Speaking of Poetry: Themes
Just a short musing on themes in my poems…
I was rereading Interlude. Because I like that set. Anyway. I noticed I have a tendency to predict my own themes. Or at least, create my own themes that keep spinning through a cycle.
For instance, Then opens with “Hope” and “You” (“You” being me… I was addressing myself), and then is all about answers, words, “the bird that sings,” and painting. At least, those were the themes I continued to spin out. By the end, I wrote “Hope for You,” as a poetic answer to the bleakness of the first two poems.
And After ended up being about light. There are so many light motifs that almost every poem at least makes use of light in one way or another (including its absence, in many cases).
Breaking might be the exception. I didn’t create any motivic themes because I wasn’t able to let myself write openly and honestly. I think the cycle suffers at times because of that. It wasn’t until the end I introduced the idea of angels. If there are any other themes, I don’t remember them… I can’t bring myself to reread that mess yet.
And then, Interlude doesn’t include it’s own theme, because each of those poems is intentionally different from each other. Which in a way is it’s own theme. But… in a preview I guess of where my mind was going, I found the common theme for the current set I’m working on (which will probably be either titled It Goes On or Falling, depending…): trees and nature. The last poem of Interlude makes use of that strongly, ignoring the fact that many of the other poems reference this theme as well.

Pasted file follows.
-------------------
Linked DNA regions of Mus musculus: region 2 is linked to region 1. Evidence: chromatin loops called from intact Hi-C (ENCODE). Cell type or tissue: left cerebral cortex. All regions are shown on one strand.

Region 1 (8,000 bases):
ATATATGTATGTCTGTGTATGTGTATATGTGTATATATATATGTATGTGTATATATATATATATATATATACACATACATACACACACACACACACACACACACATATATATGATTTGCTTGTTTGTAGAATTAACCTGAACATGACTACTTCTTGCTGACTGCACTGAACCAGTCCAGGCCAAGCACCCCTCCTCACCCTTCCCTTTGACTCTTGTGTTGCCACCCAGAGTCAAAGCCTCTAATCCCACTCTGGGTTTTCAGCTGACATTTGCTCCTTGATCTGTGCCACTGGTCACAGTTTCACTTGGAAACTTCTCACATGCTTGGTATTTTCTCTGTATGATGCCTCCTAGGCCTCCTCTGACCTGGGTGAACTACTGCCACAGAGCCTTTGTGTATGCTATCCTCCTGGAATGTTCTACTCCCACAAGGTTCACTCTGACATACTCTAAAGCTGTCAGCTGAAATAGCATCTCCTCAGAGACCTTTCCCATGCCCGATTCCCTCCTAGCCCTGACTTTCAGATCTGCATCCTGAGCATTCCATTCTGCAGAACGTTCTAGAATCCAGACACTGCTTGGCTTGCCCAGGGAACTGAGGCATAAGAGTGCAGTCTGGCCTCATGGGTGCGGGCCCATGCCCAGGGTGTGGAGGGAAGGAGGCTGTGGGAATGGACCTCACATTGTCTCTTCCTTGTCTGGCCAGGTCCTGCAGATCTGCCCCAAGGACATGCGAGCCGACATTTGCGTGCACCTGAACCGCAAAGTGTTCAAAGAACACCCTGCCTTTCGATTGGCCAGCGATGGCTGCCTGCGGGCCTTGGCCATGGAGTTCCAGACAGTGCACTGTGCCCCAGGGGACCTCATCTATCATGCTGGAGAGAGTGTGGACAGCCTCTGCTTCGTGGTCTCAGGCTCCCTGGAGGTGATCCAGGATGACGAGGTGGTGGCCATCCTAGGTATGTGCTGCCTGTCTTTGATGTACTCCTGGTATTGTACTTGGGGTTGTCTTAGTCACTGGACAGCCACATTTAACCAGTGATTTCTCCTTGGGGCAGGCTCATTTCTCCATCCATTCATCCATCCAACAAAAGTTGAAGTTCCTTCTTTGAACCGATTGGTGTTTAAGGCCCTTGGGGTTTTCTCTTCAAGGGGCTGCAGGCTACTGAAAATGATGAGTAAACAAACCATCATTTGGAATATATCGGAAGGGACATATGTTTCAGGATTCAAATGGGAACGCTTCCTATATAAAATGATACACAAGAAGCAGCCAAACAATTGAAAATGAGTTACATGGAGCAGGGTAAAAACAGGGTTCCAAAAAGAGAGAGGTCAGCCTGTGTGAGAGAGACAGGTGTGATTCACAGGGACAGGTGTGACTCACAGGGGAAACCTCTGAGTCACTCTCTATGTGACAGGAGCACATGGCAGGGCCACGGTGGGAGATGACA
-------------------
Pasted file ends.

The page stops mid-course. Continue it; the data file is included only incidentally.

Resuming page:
I should say that all of these themes are generally unintentional. I don’t set out with themes in mind. I write, and if something is good I’ll probably reuse that idea rather than trying to reinvent the wheel. In fact, since Then was the start and beginning, those themes often show up inside other cycles, almost like a composer cheekily quoting his own compositions in his other pieces. Which is really what I’m doing, in a way, even if at times I don’t even realize it.
Maybe someday when I’m really bored and have nothing to do (as if, there’s always SOMETHING to do), I’ll go through and create a handy guide for different themes. But I doubt it. That takes the fun out of everything, and turns it all into a textbook. I like the idea of “literary adventure” where you can go through and discover it on your own. Who knows, maybe you’ll notice things that I didn’t. After all, I only wrote them - I don’t have the luxury of interpreting them like you do (I write for myself, and I enjoy sharing what I write on here, but I honestly don’t expect anybody to ever read any of it).
Let me know if you ever find anything in them… I get excited for some odd reason when people find something to enjoy in what I write.
[Originally posted October 24th, 2011 1:22pm]